• An eminent English physician, Dr. Milton, who has treated many thousands of cases of this disease remarks in a work upon the subject as follows:-
    “Anything beyond one emission a month requires attention. I know this statement has been impuged, but I am quite prepared to abide by it. I did not put it forward till I considered I had quite sufficient evidence in my hands to justify me in doing so.”
    “An opinion prevails, as most of my readers are aware, among medical men, that a few emissions in youth do good instead of harm. It is difficult to understand how an unnatural evacuation can do good, except in the case of unnatural congestion. I have, however, convinced myself that the principle is wrong. Lads never really feel better for emissions ; they very often feel decidedly worse. Occasionally they may fancy there is a sense of relief, but it is very much the same sort of relief that a drunkard feels from a ram. In early life the stomach may be repeatedly overloaded with impunity, but I suppose few would contend that overloading was therefore good. The fact is that emissions are invariably more or less injurious ; not always visibly so in youth, not susceptible of being assessed as to the damage inflicted by any given number of them, but still contributing, each in its turn, a mite toward the exhaustion and debility which the patient will one day complain of.”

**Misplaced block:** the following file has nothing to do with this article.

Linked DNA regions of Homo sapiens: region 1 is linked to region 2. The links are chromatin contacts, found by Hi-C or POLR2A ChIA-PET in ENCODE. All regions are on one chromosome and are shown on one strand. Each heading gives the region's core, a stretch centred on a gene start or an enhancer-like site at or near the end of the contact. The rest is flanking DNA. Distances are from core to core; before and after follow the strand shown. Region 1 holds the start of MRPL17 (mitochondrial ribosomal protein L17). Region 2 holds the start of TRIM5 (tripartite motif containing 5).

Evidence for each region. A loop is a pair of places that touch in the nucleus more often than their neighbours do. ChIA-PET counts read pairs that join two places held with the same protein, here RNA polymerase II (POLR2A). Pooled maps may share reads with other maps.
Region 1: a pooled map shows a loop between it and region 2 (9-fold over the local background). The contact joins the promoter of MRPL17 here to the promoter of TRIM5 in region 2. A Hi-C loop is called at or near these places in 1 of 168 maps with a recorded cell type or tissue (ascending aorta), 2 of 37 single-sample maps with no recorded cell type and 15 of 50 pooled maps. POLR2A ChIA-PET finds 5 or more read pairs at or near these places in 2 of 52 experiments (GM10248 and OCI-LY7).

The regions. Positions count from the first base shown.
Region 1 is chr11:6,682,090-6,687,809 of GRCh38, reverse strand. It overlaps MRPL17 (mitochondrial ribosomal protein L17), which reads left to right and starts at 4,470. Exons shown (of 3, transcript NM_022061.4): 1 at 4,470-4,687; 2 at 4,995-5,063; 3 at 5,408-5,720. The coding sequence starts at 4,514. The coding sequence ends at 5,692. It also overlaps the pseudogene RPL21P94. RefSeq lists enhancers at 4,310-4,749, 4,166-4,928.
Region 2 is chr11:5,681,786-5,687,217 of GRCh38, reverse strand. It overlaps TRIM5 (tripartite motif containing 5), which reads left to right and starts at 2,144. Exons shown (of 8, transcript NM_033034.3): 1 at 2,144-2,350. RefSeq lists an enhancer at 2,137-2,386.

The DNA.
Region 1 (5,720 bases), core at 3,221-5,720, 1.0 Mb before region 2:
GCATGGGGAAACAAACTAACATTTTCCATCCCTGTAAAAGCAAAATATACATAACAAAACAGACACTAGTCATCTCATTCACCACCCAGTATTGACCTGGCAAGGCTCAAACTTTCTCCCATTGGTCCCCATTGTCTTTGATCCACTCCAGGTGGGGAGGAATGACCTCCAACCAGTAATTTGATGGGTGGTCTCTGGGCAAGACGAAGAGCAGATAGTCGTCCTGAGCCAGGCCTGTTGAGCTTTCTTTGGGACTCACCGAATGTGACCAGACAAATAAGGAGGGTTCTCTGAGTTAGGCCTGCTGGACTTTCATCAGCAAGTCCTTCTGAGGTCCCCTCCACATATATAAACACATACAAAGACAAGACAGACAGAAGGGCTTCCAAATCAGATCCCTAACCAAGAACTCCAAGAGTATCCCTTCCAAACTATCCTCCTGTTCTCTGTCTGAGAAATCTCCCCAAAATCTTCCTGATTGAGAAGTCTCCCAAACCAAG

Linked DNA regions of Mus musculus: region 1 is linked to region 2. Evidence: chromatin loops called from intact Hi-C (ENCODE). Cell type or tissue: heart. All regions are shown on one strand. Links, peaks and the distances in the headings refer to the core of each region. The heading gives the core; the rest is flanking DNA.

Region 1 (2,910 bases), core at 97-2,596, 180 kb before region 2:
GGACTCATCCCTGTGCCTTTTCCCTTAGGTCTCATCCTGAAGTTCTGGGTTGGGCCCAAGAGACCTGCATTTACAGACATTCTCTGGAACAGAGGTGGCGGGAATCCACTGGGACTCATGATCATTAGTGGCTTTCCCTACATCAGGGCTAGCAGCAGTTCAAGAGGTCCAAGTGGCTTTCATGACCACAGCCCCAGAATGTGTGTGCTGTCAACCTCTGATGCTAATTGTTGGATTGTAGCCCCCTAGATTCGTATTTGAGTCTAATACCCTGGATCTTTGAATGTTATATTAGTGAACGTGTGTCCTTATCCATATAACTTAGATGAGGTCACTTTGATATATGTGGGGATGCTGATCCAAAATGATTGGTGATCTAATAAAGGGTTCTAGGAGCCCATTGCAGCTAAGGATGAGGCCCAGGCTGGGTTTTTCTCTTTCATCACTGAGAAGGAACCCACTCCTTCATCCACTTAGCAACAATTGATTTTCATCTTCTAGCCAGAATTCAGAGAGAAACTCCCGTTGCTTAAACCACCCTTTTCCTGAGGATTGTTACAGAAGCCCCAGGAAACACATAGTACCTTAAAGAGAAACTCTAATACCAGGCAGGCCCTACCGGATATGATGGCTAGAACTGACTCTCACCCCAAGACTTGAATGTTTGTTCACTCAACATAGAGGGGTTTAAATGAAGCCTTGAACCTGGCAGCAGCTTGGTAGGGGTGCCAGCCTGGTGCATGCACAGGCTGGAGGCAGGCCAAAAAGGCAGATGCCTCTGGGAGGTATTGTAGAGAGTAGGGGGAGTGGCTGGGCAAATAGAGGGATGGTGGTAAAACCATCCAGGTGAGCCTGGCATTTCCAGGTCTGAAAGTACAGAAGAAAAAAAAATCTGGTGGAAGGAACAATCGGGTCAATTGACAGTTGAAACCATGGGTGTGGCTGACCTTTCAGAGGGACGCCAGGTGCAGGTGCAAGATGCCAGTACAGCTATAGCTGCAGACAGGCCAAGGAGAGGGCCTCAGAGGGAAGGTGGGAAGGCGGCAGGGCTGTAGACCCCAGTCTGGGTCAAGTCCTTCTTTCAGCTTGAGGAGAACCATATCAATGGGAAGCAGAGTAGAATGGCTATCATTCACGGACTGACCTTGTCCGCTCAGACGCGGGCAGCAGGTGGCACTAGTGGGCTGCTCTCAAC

• pp.358-359

“Nocturnal Emissions: A Comparative Study of Male Experiences Nocturnal Emissions: A Comparative Study of Male Experiences and Reactions and Reactions” (5-1982)[edit]

Barbara Shrively Matthews “Nocturnal Emissions: A Comparative Study of Male Experiences Nocturnal Emissions: A Comparative Study of Male Experiences and Reactions and Reactions”, Utah State University, (5-1982)

Visitations by the so-called "angel of the night," a term originated by pioneer sexologist Paolo Montegazza (Katchadourian, Lunde & Trotter, 1979), have resulted in trauma, confusion, or embarrassment for many young men.
  • Visitations by the so-called "angel of the night," a term originated by pioneer sexologist Paolo Montegazza (Katchadourian, Lunde & Trotter, 1979), have resulted in trauma, confusion, or embarrassment for many young men. Nocturnal emissions have often placed young men in awkward and perplexing predicaments when they wake up and find that seminal emissions or "wet dreams" have occurred. A nocturnal emission, commonly referred to as a "wet dream", is an ejaculation of semen by a sexually mature male during sleep. Though nocturnal emissions are almost always accompanied by dreaming, the dreamer may frequently awaken in the process of orgasm or during impending orgasm (Katchadourian et al., 1979). Orgasms during sleep, either nocturnal or daytime, constitute about 1/ 12th of a male's total sexual outlet at ages 21 to 25, and are, therefore, of considerable interest to both men and women.